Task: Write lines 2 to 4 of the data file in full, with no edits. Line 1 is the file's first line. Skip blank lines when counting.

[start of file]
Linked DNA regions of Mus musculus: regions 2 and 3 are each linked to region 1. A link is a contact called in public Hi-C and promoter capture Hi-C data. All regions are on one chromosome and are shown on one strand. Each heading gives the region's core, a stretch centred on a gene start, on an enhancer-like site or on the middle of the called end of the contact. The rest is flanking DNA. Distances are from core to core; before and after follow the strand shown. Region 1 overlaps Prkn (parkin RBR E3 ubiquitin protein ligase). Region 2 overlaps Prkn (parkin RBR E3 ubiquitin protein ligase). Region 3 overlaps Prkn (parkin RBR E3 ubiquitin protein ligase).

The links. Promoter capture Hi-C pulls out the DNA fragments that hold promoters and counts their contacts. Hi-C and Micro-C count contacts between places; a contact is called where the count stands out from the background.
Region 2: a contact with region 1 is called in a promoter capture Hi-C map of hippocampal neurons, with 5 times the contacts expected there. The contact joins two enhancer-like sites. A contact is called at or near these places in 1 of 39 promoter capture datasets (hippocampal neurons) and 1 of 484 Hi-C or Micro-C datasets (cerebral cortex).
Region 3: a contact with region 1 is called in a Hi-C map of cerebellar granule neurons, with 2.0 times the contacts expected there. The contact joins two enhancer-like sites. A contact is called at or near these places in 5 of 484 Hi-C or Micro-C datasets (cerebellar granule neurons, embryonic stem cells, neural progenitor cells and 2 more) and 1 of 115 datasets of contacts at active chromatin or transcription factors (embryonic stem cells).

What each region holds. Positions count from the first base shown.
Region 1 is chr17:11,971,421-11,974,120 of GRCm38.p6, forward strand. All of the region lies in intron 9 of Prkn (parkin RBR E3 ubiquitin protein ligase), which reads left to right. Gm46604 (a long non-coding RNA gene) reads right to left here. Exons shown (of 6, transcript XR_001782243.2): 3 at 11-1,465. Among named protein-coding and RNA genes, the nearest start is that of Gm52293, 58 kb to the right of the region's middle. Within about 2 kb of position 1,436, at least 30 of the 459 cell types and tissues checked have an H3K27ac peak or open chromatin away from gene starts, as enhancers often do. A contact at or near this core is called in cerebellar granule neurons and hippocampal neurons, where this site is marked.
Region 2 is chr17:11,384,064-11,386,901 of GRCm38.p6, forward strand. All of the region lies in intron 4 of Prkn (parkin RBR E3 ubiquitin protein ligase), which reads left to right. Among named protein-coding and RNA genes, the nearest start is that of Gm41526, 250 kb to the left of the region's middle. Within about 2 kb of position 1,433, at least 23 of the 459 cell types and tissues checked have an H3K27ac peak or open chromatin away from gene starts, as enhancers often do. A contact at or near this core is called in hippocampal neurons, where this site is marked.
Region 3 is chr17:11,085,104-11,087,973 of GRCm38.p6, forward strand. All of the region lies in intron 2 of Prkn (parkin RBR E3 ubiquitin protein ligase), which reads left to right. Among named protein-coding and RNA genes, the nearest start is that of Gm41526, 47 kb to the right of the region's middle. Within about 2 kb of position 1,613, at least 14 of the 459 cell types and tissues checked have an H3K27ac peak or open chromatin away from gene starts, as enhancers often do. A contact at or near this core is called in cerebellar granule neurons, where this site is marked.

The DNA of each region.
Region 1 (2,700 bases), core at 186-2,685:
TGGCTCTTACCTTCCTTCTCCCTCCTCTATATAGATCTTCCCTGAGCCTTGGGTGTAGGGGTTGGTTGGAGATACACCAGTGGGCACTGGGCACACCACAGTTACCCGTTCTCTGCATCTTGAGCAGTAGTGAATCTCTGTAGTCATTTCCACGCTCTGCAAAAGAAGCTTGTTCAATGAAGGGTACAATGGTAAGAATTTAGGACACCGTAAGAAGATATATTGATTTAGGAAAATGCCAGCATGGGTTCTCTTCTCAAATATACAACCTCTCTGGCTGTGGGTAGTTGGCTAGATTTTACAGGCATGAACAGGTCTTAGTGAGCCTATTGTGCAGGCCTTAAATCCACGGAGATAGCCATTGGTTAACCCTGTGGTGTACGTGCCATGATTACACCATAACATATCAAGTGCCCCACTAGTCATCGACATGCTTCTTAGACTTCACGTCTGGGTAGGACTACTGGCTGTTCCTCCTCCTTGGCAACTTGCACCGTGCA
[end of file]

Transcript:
The links. Promoter capture Hi-C pulls out the DNA fragments that hold promoters and counts their contacts. Hi-C and Micro-C count contacts between places; a contact is called where the count stands out from the background.
Region 2: a contact with region 1 is called in a promoter capture Hi-C map of hippocampal neurons, with 5 times the contacts expected there. The contact joins two enhancer-like sites. A contact is called at or near these places in 1 of 39 promoter capture datasets (hippocampal neurons) and 1 of 484 Hi-C or Micro-C datasets (cerebral cortex).
Region 3: a contact with region 1 is called in a Hi-C map of cerebellar granule neurons, with 2.0 times the contacts expected there. The contact joins two enhancer-like sites. A contact is called at or near these places in 5 of 484 Hi-C or Micro-C datasets (cerebellar granule neurons, embryonic stem cells, neural progenitor cells and 2 more) and 1 of 115 datasets of contacts at active chromatin or transcription factors (embryonic stem cells).